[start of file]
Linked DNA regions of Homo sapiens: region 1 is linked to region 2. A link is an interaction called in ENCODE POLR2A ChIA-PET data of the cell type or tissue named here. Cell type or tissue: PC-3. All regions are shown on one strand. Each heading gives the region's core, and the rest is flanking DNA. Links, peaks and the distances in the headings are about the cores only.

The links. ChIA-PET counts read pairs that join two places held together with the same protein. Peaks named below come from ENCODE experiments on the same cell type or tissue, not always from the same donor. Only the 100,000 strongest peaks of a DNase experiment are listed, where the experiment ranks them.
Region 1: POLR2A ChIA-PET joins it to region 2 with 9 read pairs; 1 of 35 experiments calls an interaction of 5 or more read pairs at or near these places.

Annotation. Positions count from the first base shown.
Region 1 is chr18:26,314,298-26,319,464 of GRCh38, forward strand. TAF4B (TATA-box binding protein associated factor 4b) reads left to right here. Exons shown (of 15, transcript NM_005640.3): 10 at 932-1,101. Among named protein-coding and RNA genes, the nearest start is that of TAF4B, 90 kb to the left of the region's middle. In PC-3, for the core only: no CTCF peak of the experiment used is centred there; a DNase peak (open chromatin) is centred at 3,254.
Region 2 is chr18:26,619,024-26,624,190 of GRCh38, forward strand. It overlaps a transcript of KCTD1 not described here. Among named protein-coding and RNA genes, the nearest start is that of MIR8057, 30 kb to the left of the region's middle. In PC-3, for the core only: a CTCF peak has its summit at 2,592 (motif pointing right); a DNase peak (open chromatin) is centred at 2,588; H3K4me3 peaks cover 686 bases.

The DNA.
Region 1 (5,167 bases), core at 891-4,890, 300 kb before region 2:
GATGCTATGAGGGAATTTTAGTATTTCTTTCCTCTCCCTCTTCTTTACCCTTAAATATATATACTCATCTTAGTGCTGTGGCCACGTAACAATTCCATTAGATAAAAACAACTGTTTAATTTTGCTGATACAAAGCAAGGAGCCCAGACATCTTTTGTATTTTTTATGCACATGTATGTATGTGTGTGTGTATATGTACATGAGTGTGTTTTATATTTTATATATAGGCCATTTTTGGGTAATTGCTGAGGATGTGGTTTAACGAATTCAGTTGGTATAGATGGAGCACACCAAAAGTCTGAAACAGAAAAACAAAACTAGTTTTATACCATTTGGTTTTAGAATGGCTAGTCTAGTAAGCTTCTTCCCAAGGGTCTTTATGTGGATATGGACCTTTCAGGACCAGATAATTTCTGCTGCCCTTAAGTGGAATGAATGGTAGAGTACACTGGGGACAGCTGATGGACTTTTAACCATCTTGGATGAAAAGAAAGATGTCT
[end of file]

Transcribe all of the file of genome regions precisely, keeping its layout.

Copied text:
Linked DNA regions of Homo sapiens: region 1 is linked to region 2. A link is an interaction called in ENCODE POLR2A ChIA-PET data of the cell type or tissue named here. Cell type or tissue: PC-3. All regions are shown on one strand. Each heading gives the region's core, and the rest is flanking DNA. Links, peaks and the distances in the headings are about the cores only.

The links. ChIA-PET counts read pairs that join two places held together with the same protein. Peaks named below come from ENCODE experiments on the same cell type or tissue, not always from the same donor. Only the 100,000 strongest peaks of a DNase experiment are listed, where the experiment ranks them.
Region 1: POLR2A ChIA-PET joins it to region 2 with 9 read pairs; 1 of 35 experiments calls an interaction of 5 or more read pairs at or near these places.

Annotation. Positions count from the first base shown.
Region 1 is chr18:26,314,298-26,319,464 of GRCh38, forward strand. TAF4B (TATA-box binding protein associated factor 4b) reads left to right here. Exons shown (of 15, transcript NM_005640.3): 10 at 932-1,101. Among named protein-coding and RNA genes, the nearest start is that of TAF4B, 90 kb to the left of the region's middle. In PC-3, for the core only: no CTCF peak of the experiment used is centred there; a DNase peak (open chromatin) is centred at 3,254.
Region 2 is chr18:26,619,024-26,624,190 of GRCh38, forward strand. It overlaps a transcript of KCTD1 not described here. Among named protein-coding and RNA genes, the nearest start is that of MIR8057, 30 kb to the left of the region's middle. In PC-3, for the core only: a CTCF peak has its summit at 2,592 (motif pointing right); a DNase peak (open chromatin) is centred at 2,588; H3K4me3 peaks cover 686 bases.

The DNA.
Region 1 (5,167 bases), core at 891-4,890, 300 kb before region 2:
GATGCTATGAGGGAATTTTAGTATTTCTTTCCTCTCCCTCTTCTTTACCCTTAAATATATATACTCATCTTAGTGCTGTGGCCACGTAACAATTCCATTAGATAAAAACAACTGTTTAATTTTGCTGATACAAAGCAAGGAGCCCAGACATCTTTTGTATTTTTTATGCACATGTATGTATGTGTGTGTGTATATGTACATGAGTGTGTTTTATATTTTATATATAGGCCATTTTTGGGTAATTGCTGAGGATGTGGTTTAACGAATTCAGTTGGTATAGATGGAGCACACCAAAAGTCTGAAACAGAAAAACAAAACTAGTTTTATACCATTTGGTTTTAGAATGGCTAGTCTAGTAAGCTTCTTCCCAAGGGTCTTTATGTGGATATGGACCTTTCAGGACCAGATAATTTCTGCTGCCCTTAAGTGGAATGAATGGTAGAGTACACTGGGGACAGCTGATGGACTTTTAACCATCTTGGATGAAAAGAAAGATGTCT